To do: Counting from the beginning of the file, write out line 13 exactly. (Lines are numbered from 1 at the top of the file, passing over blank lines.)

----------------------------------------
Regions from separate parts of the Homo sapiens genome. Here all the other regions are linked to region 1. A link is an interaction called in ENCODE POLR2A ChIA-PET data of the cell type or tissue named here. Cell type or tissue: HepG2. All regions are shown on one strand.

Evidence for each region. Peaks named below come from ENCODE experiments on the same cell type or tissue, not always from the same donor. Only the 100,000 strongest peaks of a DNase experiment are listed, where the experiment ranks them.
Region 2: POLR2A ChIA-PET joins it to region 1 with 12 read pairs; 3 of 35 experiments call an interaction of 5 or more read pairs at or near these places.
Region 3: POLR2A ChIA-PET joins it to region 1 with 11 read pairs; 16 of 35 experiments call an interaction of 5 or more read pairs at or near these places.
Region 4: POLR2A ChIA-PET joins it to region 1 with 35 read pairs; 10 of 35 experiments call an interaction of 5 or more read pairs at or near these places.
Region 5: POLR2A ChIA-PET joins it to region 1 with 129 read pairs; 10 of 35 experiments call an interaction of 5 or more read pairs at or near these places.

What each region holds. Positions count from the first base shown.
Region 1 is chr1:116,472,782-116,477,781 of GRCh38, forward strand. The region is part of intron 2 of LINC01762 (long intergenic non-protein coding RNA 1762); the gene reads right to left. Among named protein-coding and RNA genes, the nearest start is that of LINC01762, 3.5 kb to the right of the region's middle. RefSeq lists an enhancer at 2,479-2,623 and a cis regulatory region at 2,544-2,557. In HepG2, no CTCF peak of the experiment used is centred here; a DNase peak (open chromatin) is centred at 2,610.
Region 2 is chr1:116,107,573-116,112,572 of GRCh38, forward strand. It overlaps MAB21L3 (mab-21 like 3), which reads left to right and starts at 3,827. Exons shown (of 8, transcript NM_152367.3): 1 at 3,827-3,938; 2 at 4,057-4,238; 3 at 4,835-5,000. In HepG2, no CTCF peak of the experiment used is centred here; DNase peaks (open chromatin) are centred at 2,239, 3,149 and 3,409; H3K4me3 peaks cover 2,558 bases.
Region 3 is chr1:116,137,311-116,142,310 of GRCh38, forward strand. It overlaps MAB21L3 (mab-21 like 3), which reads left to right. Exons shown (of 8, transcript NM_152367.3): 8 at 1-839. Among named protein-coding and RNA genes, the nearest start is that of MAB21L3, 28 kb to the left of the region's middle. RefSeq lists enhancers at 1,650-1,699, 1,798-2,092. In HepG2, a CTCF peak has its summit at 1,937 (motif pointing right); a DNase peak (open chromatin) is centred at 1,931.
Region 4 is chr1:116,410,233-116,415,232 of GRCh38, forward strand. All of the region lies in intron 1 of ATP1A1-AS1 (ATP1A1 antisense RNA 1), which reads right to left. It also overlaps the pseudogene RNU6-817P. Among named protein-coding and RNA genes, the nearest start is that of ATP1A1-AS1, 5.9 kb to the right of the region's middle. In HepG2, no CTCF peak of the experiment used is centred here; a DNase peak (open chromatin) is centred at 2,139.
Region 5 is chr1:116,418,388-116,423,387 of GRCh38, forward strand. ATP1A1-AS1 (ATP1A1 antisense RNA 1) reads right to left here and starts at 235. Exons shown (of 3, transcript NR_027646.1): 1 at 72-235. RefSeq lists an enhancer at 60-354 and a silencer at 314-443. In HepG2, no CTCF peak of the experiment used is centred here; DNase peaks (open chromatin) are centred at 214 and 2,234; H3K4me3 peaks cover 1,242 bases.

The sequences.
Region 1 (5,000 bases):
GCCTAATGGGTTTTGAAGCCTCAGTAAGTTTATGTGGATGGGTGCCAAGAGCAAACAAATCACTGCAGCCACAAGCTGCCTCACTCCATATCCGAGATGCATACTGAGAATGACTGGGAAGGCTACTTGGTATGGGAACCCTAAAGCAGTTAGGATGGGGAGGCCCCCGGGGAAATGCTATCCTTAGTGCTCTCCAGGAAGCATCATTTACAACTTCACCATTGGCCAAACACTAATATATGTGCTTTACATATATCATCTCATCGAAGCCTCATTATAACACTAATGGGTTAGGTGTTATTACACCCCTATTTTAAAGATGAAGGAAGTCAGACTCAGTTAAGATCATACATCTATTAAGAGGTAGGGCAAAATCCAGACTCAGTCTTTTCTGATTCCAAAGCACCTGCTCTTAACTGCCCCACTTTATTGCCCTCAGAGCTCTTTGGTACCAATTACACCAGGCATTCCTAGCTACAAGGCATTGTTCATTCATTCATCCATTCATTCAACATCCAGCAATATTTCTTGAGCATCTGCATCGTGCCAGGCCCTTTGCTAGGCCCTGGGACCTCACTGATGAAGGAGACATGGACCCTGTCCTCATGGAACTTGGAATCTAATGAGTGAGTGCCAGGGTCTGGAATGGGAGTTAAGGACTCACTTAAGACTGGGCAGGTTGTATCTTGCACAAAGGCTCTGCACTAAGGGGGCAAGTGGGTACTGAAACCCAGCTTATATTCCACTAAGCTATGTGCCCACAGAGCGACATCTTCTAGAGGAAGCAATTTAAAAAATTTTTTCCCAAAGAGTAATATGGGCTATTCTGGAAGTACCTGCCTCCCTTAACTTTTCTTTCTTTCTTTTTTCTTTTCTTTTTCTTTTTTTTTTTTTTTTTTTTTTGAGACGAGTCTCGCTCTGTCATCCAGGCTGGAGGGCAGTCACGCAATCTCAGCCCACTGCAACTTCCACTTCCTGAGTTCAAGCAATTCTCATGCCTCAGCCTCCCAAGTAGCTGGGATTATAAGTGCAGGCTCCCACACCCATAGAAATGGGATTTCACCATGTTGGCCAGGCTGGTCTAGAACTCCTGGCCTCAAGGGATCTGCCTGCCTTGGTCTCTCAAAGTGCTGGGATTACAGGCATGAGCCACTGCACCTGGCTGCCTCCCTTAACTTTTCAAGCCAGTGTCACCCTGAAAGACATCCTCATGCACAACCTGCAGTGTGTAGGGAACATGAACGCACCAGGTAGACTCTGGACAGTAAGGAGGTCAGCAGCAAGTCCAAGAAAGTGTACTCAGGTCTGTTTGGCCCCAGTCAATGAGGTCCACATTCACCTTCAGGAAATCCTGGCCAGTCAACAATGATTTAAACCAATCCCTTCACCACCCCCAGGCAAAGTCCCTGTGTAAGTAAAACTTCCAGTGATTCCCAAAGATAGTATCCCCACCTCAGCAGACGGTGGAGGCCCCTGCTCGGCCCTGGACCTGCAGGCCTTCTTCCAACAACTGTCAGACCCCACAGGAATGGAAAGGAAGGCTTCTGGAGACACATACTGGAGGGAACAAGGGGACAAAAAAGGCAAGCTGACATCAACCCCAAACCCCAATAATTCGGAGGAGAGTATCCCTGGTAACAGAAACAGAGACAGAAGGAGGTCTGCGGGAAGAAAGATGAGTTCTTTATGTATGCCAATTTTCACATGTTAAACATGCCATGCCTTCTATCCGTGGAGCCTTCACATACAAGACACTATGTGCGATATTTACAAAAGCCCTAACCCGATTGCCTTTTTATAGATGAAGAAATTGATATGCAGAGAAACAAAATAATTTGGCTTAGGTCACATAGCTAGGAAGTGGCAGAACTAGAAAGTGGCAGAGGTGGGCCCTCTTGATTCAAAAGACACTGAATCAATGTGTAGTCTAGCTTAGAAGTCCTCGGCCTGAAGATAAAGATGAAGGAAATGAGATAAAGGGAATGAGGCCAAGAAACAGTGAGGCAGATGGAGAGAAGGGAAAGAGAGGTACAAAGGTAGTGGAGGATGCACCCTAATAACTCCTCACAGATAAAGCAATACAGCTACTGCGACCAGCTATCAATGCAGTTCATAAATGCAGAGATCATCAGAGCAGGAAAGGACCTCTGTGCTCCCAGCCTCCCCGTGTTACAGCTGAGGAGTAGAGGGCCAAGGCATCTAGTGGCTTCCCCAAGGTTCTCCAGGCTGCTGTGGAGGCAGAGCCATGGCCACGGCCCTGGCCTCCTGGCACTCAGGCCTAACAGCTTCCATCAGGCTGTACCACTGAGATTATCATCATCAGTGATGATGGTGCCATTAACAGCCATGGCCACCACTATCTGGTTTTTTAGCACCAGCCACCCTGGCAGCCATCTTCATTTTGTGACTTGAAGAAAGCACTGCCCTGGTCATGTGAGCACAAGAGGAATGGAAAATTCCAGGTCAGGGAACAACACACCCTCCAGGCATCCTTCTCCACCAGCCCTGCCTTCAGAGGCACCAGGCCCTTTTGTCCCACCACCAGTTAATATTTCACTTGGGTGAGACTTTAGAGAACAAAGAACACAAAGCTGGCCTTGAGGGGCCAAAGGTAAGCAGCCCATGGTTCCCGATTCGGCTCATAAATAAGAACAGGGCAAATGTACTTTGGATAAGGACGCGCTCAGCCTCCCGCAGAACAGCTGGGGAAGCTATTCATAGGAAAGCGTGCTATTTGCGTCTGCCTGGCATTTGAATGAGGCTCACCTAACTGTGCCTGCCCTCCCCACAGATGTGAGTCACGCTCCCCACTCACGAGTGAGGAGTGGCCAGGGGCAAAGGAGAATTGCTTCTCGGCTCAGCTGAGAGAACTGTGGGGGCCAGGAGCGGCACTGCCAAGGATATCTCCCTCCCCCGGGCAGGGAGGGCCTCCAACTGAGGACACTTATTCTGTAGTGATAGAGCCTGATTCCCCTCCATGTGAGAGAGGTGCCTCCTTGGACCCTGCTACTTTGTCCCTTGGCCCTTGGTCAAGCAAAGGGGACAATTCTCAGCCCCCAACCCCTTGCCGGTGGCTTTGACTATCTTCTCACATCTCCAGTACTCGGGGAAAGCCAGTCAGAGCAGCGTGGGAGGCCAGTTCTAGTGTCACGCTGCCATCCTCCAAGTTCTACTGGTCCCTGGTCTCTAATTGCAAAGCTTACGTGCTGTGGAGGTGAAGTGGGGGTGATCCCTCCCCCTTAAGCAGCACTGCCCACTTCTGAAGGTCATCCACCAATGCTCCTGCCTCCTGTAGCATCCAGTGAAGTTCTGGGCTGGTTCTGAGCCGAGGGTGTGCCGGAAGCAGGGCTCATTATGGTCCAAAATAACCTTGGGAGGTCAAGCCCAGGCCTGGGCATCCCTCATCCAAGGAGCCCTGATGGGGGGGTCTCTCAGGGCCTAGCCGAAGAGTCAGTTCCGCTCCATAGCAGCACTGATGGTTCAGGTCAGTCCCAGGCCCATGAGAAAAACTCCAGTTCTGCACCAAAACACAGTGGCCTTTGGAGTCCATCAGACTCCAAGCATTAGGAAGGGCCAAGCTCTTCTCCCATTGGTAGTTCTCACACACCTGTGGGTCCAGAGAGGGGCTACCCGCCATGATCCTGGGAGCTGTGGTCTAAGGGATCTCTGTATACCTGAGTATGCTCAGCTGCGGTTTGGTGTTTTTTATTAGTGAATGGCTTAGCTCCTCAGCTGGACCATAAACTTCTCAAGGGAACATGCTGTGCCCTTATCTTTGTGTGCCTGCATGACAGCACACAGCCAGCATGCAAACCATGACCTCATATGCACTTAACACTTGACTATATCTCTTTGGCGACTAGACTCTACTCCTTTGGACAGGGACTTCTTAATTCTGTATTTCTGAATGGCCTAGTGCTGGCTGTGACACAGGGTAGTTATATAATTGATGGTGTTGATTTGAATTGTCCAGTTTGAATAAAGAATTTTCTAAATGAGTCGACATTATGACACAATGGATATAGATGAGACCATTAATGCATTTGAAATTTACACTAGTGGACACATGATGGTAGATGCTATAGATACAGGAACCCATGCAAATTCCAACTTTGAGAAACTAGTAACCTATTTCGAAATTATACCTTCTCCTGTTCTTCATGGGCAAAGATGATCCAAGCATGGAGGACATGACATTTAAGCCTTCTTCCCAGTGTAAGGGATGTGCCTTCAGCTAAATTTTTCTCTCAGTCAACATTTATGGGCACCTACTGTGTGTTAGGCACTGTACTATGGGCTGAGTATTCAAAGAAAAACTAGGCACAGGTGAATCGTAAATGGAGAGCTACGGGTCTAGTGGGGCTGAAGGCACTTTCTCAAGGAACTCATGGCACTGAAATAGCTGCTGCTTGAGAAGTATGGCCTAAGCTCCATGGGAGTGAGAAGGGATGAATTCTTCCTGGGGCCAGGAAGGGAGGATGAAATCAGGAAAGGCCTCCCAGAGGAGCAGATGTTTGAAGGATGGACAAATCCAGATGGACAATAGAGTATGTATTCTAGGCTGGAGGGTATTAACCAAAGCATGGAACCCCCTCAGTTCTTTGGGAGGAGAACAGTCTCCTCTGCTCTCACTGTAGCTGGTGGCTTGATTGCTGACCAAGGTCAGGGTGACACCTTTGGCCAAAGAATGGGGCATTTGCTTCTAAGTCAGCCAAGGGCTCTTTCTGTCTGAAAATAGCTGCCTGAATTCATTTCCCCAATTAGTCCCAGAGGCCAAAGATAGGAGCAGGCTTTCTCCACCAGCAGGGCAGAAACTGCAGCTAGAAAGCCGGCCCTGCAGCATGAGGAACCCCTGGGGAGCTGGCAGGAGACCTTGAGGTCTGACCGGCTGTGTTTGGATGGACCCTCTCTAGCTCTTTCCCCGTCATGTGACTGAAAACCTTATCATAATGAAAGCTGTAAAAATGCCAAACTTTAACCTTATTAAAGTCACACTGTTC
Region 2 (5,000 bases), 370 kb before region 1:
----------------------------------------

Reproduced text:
The sequences.